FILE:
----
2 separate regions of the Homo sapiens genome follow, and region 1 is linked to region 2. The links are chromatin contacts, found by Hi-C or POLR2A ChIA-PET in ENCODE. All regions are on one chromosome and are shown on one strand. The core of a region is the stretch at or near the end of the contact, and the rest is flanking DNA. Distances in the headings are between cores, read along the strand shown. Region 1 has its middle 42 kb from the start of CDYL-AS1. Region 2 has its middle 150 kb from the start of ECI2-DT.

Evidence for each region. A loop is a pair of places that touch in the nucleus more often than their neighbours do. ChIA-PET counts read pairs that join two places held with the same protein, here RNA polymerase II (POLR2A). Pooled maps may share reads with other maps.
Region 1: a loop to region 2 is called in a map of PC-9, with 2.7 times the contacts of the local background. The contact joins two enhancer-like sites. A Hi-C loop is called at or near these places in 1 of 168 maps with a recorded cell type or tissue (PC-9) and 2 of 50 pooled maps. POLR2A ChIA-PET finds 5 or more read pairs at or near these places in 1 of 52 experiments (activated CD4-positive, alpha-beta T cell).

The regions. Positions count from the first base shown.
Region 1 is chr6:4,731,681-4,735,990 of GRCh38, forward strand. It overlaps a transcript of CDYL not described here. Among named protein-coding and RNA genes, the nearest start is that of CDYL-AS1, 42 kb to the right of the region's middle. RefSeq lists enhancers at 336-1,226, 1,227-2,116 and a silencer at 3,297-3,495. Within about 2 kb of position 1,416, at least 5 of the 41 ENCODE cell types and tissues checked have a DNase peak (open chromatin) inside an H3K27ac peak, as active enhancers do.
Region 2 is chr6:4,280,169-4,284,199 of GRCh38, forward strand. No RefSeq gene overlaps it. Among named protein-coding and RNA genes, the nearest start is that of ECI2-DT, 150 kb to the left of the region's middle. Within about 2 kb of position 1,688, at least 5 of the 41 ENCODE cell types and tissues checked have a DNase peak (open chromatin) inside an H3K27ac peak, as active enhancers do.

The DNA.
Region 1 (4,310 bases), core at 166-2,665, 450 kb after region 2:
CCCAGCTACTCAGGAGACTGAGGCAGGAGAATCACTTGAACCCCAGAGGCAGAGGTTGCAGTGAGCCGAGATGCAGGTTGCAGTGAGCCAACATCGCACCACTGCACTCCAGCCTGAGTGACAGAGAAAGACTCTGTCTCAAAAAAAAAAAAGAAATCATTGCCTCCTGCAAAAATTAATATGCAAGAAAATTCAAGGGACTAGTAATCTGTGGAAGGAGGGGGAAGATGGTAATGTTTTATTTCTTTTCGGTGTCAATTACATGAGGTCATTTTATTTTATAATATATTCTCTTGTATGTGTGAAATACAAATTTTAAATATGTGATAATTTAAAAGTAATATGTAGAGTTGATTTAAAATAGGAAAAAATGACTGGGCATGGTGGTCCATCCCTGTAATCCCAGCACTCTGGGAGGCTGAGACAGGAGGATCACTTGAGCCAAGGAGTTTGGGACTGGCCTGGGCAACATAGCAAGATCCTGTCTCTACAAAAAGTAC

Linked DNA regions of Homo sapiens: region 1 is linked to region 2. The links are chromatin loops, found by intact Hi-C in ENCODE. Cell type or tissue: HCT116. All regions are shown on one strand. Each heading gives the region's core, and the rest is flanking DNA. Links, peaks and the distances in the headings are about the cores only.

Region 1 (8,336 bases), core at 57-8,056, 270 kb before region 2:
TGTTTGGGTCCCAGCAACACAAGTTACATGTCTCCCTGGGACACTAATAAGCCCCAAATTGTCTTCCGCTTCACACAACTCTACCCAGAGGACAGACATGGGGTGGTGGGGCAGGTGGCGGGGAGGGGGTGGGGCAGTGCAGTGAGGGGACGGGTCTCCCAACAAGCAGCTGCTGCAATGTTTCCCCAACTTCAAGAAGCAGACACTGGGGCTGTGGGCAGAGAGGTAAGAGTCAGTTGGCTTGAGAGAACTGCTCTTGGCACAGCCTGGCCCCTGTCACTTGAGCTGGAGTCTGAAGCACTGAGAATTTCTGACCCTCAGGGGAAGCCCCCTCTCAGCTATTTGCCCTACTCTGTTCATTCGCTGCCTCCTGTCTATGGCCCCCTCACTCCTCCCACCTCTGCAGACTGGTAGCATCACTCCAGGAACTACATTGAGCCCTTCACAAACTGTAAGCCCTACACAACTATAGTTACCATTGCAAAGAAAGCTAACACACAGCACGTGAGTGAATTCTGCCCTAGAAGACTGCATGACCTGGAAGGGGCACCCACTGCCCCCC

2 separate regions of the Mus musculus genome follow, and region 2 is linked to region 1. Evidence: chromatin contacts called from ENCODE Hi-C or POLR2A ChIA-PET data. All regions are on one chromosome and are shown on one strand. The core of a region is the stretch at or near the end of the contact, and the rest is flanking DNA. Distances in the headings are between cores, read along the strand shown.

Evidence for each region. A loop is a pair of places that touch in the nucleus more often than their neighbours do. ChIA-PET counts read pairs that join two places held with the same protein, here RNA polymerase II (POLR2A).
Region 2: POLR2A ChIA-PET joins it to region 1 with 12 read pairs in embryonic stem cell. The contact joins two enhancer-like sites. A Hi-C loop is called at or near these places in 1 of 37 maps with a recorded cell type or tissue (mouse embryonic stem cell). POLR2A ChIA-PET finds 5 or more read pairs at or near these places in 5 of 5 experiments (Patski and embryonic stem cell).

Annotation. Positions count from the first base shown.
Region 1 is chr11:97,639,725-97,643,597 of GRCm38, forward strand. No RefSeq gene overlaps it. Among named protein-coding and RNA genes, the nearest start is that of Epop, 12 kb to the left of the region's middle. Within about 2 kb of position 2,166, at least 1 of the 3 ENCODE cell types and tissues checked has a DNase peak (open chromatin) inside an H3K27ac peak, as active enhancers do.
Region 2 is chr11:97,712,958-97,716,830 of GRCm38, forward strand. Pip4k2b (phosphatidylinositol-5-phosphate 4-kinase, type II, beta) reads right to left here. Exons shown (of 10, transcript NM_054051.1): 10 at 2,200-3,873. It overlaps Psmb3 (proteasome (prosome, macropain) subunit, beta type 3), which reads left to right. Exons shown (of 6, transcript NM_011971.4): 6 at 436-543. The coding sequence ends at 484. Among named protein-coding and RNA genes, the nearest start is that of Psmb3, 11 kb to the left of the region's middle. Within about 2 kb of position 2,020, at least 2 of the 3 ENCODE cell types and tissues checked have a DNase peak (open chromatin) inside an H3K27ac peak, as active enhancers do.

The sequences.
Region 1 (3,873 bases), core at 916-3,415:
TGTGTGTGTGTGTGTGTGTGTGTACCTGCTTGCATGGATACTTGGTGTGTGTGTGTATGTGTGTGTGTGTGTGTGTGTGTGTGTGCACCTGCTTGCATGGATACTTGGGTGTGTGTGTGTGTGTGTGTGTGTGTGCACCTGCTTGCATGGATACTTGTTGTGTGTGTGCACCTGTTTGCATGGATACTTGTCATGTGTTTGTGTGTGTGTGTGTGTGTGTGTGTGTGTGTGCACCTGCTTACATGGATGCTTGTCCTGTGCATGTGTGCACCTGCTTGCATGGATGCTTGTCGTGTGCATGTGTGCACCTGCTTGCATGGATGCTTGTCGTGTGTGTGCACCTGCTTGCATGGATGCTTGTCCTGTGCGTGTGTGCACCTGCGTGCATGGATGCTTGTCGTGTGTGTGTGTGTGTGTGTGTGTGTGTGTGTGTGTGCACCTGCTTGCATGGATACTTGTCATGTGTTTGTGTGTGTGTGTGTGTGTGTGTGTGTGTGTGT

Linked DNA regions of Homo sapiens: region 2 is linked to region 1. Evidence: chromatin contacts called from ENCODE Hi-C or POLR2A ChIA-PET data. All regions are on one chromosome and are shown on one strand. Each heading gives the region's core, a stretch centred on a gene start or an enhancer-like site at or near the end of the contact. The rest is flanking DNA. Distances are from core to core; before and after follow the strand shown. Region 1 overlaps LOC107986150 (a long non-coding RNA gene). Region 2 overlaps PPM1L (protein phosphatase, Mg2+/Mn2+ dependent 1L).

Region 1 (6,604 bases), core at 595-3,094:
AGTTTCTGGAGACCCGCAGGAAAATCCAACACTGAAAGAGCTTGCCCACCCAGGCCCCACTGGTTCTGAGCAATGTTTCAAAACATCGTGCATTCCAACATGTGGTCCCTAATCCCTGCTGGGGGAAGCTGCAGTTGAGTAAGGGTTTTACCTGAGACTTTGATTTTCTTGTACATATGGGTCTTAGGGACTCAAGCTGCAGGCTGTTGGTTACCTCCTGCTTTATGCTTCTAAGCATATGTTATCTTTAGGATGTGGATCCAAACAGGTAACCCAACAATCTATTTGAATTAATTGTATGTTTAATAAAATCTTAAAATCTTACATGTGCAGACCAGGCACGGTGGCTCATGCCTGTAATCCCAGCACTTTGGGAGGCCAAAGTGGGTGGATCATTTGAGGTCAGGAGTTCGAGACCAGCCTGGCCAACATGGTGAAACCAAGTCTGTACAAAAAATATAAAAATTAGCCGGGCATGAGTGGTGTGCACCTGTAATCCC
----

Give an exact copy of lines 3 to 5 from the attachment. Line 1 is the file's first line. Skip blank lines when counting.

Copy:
Region 1: a loop to region 2 is called in a map of PC-9, with 2.7 times the contacts of the local background. The contact joins two enhancer-like sites. A Hi-C loop is called at or near these places in 1 of 168 maps with a recorded cell type or tissue (PC-9) and 2 of 50 pooled maps. POLR2A ChIA-PET finds 5 or more read pairs at or near these places in 1 of 52 experiments (activated CD4-positive, alpha-beta T cell).

The regions. Positions count from the first base shown.
Region 1 is chr6:4,731,681-4,735,990 of GRCh38, forward strand. It overlaps a transcript of CDYL not described here. Among named protein-coding and RNA genes, the nearest start is that of CDYL-AS1, 42 kb to the right of the region's middle. RefSeq lists enhancers at 336-1,226, 1,227-2,116 and a silencer at 3,297-3,495. Within about 2 kb of position 1,416, at least 5 of the 41 ENCODE cell types and tissues checked have a DNase peak (open chromatin) inside an H3K27ac peak, as active enhancers do.